Monday, 20 May 2013

Muhammad Shahrur: From Engineer to Exegete

Syria has been predominantly in the news for the, so far, bodged attempts to unseat the more than forty-year old Asad Regime as part of a wave of revolts shaking the Arab world in recent years. While regime change may still be quite far off, and the idea of an Islamist take-over is a disconcerting prospect for many Syrians and outside observers alike, for decades individual Syrian Muslim intellectuals have proposed alternative readings of Islam as a civilizational heritage rather than blueprint for an alternative political order.

Muhammad Shahrur
One of these is Muhammad Shahrur (b. 1938), an engineer and university lecturer turned Qur'an commentator. As a faculty member at the University of Damascus from 1972 until 1998, he was a contemporary of scholars from various other disciplines, including Sadiq Jalal al-Azm, Tayyib Tizini, Yasin al-Hafiz, and Adonis. But his breakthrough as one of the heritage thinkers or turathiyyin of the last twenty or thirty years came with the publication of his The Book and the Qur'an, which caused as much of a stir as Mohammed Arkoun's Lectures du Coran and the writings of Nasr Hamid Abu Zayd. It earned him the ire of Syria's most influential Islamic scholar and regime loyalist, Shaykh Ramadan al-Buti (1929-2013), who was recently assassinated under very suspicious circumstances.

According to a recent article on the Qantara Website:

Shahrur also regards himself as part of an avant-garde of Islamic "revivers." For him, the key recognition is that there is only one God, but many paths to reach him. And since the very beginning of his reformist work almost 20 years ago, he has clearly and vehemently pleaded for Muslims to turn to the revealed text themselves as the true criteria of divine truth instead of being "subservient to the authority of Islamic law.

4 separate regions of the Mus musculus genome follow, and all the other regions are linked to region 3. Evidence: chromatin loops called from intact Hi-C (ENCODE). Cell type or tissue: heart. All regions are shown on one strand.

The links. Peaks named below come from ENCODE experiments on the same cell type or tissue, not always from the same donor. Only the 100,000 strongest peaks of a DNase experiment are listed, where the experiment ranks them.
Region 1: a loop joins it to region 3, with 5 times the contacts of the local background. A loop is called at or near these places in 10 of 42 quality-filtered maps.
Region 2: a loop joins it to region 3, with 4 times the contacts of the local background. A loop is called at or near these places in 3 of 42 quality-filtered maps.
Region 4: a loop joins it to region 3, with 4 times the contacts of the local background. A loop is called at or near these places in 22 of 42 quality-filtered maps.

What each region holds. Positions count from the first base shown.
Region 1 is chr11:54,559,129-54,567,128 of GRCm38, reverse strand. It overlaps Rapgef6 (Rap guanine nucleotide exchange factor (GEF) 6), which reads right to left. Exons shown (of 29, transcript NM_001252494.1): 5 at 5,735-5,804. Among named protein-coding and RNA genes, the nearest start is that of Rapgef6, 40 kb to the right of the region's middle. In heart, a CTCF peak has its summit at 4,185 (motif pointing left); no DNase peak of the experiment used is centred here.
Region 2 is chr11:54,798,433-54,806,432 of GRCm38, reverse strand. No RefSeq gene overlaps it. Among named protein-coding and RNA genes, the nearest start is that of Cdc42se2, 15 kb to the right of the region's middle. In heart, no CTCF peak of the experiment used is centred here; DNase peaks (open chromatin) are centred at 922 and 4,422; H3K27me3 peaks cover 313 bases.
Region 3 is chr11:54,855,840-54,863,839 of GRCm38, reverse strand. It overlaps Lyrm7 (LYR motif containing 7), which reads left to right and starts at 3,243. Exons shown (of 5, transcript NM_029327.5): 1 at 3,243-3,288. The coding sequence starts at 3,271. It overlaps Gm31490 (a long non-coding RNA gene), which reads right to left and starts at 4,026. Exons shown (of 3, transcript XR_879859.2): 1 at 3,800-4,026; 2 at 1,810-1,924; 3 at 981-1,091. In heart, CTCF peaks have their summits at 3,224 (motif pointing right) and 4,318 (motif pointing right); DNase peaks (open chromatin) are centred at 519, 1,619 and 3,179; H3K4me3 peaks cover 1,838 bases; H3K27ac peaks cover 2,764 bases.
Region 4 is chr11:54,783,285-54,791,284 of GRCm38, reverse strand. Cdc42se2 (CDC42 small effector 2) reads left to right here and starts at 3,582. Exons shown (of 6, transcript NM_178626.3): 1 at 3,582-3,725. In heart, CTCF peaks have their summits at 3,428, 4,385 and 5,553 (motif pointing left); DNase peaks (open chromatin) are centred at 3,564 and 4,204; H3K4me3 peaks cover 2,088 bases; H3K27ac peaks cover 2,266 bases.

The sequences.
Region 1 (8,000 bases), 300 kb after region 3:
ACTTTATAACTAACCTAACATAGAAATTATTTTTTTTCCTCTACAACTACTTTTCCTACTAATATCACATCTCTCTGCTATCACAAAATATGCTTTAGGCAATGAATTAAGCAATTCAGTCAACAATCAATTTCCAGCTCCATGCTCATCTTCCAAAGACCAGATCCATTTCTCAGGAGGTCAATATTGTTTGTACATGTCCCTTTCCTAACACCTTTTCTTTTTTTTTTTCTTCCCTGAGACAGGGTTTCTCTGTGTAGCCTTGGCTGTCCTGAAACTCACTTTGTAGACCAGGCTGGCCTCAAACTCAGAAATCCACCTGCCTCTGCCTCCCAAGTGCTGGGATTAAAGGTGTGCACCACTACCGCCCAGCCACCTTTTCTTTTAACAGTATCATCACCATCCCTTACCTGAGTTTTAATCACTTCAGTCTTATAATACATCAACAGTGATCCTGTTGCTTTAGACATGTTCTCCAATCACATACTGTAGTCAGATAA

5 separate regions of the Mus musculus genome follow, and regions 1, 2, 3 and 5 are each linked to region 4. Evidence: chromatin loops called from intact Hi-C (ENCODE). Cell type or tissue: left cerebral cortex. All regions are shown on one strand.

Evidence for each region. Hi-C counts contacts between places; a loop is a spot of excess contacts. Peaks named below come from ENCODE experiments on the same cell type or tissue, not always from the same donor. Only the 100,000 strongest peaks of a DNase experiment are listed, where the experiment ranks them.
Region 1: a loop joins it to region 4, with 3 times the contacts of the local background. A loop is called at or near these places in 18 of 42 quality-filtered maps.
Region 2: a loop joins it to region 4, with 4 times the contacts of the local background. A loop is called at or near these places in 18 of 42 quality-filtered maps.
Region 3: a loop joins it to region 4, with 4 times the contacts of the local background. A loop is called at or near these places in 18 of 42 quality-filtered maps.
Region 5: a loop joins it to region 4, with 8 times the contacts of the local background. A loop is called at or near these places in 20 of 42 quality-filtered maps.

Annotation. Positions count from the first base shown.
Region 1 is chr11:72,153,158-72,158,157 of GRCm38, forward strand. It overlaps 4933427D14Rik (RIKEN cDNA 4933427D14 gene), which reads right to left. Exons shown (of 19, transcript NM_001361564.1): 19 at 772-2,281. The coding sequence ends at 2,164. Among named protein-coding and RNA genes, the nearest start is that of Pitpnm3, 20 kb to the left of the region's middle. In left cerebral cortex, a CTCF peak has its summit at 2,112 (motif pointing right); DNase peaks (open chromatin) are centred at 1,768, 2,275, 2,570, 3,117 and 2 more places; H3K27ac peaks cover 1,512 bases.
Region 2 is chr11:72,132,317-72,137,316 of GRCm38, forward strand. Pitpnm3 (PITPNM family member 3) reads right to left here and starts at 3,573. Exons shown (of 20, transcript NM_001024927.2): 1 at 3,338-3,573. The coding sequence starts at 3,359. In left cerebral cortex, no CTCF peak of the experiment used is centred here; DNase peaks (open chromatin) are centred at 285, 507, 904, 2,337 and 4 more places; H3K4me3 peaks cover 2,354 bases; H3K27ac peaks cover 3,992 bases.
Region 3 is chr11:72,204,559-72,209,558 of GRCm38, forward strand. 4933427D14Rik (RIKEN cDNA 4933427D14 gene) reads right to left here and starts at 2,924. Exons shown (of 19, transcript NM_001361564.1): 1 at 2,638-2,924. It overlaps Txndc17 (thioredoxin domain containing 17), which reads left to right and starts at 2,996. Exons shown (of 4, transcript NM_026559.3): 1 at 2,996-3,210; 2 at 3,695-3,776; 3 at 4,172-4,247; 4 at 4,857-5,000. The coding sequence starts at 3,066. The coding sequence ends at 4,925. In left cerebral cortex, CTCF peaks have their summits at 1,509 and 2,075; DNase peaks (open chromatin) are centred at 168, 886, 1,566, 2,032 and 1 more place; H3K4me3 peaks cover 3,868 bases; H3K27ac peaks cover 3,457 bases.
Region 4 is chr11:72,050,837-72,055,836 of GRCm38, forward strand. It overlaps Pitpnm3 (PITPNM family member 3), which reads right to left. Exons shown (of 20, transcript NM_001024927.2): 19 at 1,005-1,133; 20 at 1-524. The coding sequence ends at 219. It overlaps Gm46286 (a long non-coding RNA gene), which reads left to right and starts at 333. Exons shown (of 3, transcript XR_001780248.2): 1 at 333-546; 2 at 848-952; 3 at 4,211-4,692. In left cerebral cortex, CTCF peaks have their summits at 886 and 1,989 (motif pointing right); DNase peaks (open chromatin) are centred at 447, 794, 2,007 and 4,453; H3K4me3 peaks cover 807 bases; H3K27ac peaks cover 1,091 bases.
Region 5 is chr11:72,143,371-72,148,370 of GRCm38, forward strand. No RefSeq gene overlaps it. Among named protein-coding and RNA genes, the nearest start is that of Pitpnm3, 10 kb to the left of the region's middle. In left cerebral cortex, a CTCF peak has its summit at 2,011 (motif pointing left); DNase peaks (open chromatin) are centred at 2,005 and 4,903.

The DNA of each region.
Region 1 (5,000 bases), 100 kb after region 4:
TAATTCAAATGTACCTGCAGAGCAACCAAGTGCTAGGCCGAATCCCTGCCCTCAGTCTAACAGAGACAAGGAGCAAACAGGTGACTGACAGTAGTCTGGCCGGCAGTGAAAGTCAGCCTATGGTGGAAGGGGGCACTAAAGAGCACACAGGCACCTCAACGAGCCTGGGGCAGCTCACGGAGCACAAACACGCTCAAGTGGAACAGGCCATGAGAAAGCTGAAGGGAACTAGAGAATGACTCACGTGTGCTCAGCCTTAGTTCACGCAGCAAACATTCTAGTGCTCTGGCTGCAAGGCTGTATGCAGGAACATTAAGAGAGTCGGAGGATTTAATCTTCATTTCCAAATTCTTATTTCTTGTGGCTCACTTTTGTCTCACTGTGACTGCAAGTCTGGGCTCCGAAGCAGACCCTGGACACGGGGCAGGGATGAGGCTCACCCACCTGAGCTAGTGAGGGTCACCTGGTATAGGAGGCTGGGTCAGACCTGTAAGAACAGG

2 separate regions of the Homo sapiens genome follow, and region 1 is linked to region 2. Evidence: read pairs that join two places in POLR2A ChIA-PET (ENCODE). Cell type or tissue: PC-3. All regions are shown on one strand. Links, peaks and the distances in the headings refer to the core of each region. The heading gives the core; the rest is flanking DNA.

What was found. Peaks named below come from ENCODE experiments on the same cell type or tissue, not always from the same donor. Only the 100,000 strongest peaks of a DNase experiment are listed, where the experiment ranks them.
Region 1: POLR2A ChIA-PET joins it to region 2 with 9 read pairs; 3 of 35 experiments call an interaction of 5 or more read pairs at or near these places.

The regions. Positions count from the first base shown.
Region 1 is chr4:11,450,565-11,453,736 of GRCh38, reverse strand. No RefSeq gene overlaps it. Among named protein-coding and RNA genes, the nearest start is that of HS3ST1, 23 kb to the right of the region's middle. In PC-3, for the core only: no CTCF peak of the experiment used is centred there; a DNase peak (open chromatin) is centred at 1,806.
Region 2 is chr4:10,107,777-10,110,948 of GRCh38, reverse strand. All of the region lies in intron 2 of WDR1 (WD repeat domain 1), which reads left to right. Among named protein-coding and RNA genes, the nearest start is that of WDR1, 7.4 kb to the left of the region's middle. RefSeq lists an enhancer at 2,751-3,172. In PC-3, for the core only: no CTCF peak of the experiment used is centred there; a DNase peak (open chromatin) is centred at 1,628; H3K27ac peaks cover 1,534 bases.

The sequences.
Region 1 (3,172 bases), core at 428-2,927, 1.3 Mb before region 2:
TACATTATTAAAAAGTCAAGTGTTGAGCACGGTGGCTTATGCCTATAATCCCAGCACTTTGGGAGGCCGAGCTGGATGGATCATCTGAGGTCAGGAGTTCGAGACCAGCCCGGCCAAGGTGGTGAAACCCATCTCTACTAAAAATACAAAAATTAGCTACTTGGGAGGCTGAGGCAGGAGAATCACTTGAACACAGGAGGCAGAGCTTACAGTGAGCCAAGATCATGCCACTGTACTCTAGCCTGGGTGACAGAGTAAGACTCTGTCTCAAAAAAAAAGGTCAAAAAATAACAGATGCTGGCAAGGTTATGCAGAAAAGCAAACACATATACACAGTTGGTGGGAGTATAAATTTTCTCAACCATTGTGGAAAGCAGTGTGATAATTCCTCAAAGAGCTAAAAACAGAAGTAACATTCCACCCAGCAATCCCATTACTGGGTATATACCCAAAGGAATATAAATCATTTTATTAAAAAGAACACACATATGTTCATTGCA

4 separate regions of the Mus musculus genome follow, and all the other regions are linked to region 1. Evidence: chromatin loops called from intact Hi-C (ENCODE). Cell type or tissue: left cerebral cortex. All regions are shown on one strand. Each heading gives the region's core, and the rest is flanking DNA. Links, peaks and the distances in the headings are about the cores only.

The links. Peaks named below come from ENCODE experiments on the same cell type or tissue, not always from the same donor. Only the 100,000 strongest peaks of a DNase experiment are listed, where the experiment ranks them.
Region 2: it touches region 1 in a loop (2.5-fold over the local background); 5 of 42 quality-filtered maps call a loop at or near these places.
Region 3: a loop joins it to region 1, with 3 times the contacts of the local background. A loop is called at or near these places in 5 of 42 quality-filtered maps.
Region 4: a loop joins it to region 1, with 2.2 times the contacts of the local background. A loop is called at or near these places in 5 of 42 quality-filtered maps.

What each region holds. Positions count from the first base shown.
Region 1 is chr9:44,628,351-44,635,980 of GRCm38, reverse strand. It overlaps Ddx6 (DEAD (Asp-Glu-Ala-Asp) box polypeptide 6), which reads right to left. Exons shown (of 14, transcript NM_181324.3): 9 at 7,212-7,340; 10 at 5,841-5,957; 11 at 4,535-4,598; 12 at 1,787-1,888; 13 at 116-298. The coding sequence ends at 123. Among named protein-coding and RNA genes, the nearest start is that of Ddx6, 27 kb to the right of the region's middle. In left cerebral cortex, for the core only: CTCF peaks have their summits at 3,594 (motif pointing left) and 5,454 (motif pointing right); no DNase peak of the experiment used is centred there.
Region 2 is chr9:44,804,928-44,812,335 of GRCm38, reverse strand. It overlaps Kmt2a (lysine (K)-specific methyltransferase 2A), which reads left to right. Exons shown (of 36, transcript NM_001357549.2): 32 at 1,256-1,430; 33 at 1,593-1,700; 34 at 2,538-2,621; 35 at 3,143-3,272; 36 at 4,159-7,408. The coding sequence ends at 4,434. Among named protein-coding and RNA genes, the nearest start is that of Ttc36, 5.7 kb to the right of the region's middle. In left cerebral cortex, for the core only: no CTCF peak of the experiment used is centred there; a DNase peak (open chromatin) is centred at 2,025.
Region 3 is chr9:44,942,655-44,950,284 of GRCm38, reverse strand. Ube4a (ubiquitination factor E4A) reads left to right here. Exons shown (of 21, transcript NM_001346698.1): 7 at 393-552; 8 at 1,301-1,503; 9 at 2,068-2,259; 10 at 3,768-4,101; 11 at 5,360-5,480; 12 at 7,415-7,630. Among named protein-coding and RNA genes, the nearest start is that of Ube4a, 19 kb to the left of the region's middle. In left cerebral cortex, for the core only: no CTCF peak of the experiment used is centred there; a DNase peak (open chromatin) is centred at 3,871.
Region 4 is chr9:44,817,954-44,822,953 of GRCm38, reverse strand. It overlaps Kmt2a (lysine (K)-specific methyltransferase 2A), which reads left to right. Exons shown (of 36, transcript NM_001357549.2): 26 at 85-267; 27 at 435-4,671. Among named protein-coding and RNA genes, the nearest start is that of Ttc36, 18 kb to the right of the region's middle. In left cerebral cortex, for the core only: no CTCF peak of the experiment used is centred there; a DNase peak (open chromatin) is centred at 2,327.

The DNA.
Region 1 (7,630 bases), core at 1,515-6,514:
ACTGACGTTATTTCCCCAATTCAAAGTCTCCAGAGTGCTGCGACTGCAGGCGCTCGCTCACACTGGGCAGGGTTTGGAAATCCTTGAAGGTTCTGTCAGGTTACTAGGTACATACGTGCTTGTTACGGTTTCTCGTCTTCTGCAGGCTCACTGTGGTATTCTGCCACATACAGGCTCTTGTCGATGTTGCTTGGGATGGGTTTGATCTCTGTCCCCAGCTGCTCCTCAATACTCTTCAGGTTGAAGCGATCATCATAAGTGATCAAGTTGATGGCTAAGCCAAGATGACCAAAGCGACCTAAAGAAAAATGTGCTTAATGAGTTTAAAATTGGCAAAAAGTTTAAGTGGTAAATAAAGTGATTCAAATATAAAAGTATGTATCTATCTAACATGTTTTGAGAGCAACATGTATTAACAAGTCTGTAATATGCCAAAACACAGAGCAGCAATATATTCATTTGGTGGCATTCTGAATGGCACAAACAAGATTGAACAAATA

Educated in Moscow and Dublin, Shahrur's intellectual profile matches the cultural hybridity and intellectual cosmopolitanism that characterizes the new Muslim intellectuals emerging in the final decades of the twentieth century. Influenced by Marxism and the philosophical Positivism that can be traced from Bertrand Russell and Alfred Whitehead to Kant, Fichte and Hegel, Shahrur is adamant that Islam's teachings can be reconciled with modern rational experiences of reality.

While since the publication of his first book, he has released a stream of publications on Islam's Sacred Scripture, he remains an engaged intellectual whose views echo very similar insights as other Syrian thinkers whose initial Marxist leanings are now complemented by a more sophisticated understanding of the importance of the Islamic heritage for achieving a secularization that can find root in Muslim societies:
Islam is for all intents and purposes the sole dominating normative force in the Arab world. "The religious heritage must be critically read and interpreted anew. Cultural and religious reforms are more important than political ones, as they are the preconditions for any secular reforms."
In view of the central importance of the Qur'an to the Muslim worldview, Shahrur has continued to invest his intellectual energies in engaging with the sacred text. He has fine-tuned his research methodology by combining his interest in Positivism and the mathematical proclivities which can be traced to his science and engineering background, with new advances in linguistics.

In line with the liminality that is another characteristic of these heritage thinkers, his reinterpretation of Islamic concepts such as hudud, is an exponent of how this intellectual Muslim avant-garde operates in the margins of traditionally  'accepted'  scholarly approaches.  Originally referring to corporeal punishments prescribed by the Qur'an for certain transgressions, Shahrur returns to the word's etymology and reformulates it as a 'theory of limits' -- a divinely set boundary or moral imperative, which opens up a myriad of hermeneutic possibilities towards a depoliticization of narrow-minded understandings of Islam. With this he sees himself as stepping into the footsteps of the last major medieval Muslim thinker, Ibn Rushd, who has been a beacon for so many of Shahrur's peers (cf. my post on the Moroccan Averroist, the late Muhammad Abid al-Jabiri).

To read the full article on Shahrur click here.

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